There've been scattershot updates everywhere, but here's a comprehensive one.
This is the year I'm finally focusing on dealing with underlying chronic conditions. I have acute things so often that stuff like "my hands don't work well" and "I haven't had a pain-free day in eight years" kinda get shoved to the side while we deal with pneumonias and ankle sprains. I'm doing this because dammit it's about time, because now that I'm not constantly on call for someone I have
time, because I need to have my body stuff as well-managed as possible because being a foster parent means I need as few Lost Days as possible, and because I finally have a proactive doctor
Having a proactive doctor has triggered a lot of stuff! (Not bad-triggered.) I went to an orthopedist
, who referred me to physical therapy.
And we're developing some working theories.
I don't have a diagnosis yet; we're waiting on prior authorization for that chromosomal microarray. But it looks like several of my problems stem from hypermobility. My pelvis is all over the place. Seriously. On Friday, my PT had to really aggressively shove it back into place, resulting in fucking awful pain Friday night and much of Saturday - but yesterday (I only get one PT session this week due to Monday's travel), it was still in place! We're very focused on my pelvis and sacroiliac (which also wanders) in PT right now, because when my pelvis is rotated
like that, it screws up my back and leg muscles something fierce, and then I get the domino effect.
We have no idea how long my pelvis had been rotated. Best guess is a long time.
My muscle weakness doesn't help; that's common in people with hypermobility. I stand with my knees locked backwards-ish, so my thigh muscles have not been working.
(Mom: "But you walk so much!"
Me: "That's why I have great calves
Mom: "Oh. That's why I still have calves.")
So the regimen I'm on from my physical therapist = exercises to strengthen the muscles around my pelvis, so it's less likely to shift out of true. Which seem to be working okay right now! They're hard as hell, though. PT is evil. >.> After we're confident that I'm proceeding well with that, we'll move on to the rest of my body, but seeing that the pelvis is the biggest thing that can screw everything up, it comes first.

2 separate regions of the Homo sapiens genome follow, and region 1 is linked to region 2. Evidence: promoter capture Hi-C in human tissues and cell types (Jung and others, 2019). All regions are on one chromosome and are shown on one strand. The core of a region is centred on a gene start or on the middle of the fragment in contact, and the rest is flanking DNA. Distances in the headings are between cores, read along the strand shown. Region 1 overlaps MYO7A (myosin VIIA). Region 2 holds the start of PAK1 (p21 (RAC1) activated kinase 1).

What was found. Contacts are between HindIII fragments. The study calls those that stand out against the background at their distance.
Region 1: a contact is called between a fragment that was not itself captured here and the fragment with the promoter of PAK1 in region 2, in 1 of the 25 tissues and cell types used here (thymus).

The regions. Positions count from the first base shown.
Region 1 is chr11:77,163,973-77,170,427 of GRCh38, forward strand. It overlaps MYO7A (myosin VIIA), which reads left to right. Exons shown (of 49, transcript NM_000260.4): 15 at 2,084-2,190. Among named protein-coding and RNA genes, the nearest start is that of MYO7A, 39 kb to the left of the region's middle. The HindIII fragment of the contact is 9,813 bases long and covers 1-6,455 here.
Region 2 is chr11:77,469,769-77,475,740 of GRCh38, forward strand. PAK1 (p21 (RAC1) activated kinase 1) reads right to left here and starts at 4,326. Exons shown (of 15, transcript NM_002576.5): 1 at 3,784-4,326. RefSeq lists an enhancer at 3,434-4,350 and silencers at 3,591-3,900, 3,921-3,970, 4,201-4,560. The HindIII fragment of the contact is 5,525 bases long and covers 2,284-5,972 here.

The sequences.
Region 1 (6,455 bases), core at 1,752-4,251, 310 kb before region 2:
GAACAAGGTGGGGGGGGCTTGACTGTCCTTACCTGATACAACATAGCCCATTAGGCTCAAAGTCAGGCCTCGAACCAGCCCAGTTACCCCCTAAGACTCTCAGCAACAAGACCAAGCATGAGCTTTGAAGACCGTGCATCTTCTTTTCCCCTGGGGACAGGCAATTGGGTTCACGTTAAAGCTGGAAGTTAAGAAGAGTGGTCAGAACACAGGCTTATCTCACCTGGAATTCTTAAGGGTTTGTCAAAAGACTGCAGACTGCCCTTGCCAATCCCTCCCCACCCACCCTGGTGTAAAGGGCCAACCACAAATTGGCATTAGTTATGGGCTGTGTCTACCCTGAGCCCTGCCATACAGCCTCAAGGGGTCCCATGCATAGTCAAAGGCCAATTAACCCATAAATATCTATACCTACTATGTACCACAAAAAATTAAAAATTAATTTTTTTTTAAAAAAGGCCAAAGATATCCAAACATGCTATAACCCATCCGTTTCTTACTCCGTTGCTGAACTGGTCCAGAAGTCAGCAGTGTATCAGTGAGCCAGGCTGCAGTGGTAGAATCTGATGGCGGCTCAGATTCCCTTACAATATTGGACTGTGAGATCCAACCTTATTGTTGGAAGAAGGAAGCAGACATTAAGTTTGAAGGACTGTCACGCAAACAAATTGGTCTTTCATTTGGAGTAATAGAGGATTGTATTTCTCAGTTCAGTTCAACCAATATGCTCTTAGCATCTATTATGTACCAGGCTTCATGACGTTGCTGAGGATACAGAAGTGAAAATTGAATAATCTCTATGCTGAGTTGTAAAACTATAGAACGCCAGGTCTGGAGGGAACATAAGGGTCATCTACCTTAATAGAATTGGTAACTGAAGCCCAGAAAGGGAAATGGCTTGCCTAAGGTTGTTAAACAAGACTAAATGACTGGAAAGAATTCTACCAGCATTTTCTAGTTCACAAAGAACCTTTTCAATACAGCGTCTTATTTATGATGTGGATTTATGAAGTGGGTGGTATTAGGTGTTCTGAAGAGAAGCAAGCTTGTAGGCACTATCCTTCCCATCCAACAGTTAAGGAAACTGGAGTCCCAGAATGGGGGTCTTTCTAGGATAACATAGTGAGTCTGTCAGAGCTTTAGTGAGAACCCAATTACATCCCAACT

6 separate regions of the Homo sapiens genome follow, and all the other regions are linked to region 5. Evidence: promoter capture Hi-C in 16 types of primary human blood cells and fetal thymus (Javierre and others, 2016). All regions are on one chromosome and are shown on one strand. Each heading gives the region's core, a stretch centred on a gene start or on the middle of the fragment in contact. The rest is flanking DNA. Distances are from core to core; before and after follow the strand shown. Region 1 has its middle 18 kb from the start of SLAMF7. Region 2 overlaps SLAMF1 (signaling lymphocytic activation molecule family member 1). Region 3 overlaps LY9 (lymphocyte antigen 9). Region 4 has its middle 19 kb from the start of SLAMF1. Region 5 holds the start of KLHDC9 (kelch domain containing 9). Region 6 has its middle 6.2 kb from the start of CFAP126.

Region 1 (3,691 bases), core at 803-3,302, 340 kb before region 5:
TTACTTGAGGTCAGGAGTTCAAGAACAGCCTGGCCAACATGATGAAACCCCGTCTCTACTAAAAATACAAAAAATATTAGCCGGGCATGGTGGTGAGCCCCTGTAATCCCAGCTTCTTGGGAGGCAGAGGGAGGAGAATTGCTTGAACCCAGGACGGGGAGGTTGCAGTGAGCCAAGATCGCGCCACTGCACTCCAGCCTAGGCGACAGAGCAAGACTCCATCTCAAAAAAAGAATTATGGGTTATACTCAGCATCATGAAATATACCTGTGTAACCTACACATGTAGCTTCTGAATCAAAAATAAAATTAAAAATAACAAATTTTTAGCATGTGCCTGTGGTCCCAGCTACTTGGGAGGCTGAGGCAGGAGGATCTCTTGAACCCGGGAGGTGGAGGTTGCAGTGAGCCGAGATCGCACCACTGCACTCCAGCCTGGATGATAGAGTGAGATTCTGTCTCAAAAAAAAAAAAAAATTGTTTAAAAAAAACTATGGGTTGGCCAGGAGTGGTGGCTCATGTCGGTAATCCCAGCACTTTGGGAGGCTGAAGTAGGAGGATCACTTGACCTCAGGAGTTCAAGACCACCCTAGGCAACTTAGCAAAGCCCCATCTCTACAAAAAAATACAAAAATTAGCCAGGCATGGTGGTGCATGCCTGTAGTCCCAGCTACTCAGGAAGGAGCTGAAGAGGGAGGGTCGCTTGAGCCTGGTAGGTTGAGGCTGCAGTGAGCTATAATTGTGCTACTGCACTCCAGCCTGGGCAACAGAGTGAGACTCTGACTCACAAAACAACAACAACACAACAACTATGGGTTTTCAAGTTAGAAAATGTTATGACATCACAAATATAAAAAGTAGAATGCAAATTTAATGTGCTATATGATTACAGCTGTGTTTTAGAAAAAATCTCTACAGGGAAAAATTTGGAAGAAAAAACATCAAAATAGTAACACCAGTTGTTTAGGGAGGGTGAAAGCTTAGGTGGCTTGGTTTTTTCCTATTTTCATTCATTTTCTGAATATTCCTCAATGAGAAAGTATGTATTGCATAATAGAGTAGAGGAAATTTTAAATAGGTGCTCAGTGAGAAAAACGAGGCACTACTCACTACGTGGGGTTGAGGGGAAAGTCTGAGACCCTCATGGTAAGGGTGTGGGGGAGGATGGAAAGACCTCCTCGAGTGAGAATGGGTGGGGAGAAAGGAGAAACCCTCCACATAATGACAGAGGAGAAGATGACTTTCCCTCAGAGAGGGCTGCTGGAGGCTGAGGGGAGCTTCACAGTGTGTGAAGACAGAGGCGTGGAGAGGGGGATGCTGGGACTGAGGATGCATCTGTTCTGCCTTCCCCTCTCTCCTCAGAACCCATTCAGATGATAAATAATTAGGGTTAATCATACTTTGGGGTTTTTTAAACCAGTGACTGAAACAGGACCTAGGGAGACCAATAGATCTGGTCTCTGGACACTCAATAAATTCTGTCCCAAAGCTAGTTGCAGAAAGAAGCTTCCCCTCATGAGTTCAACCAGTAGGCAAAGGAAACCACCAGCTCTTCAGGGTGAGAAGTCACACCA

Meanwhile, back at my primary care doctor (the geneticist is now my PCP!), we met on Tuesday about my pain. Seeing as the PT is working on the hypermobility stuff, he's focusing on my spine. He thinks that there's more we can do to help with my herniated disc, nonsurgically. Next time I see my orthopod, I'm to ask for a referral to a spine center; he recommended one, but would bow to the orthopod's expertise. Also recommended an additional orthopod who focuses primarily on the pelvis, which is apparently not a popular concentration.
For now, he wants me to take Aleve twice a day to see about reducing inflammation, to use a heating pad on my back for half an hour before bed every night whether I feel like I need to or now, and to do Moar Exercises.
He also thinks that the insomnia is related to the pain. They did come on around the same time. His target is to get me where I can phase out the Flexeril, but it would obviously be a super incredible bonus if I no longer needed Lunesta. And this theory makes sense - I mean, the first time I noticed my femur popping out of its socket, it was when I woke myself up stretching, which is my body's unconscious attempt to alleviate muscle pain. Yes, I have a racing mind, but if the pain's contributing...
Also, thanks to money Mom sent from the sale of some of my late grandmother's stocks, I was able to make my necessary dentist appointment. (They require pay in advance, since I'll be heavily sedated the day of.) So that
is finally getting taken care of.
It's expensive; the PT is $50 a week, the orthotics were $250, et cetera
. It's grueling - all the exercises that tax parts of my body unused to work, the twice-weekly trips to PT, the big changes in my schedule, having to constantly change how I sit, how I stand. But my doctor believes that we can restore some functionality and have me in less pain, and I'll fight for that.
For the first time in a while, I have the opportunity to be proactive about this, and I'm glad I'm taking it.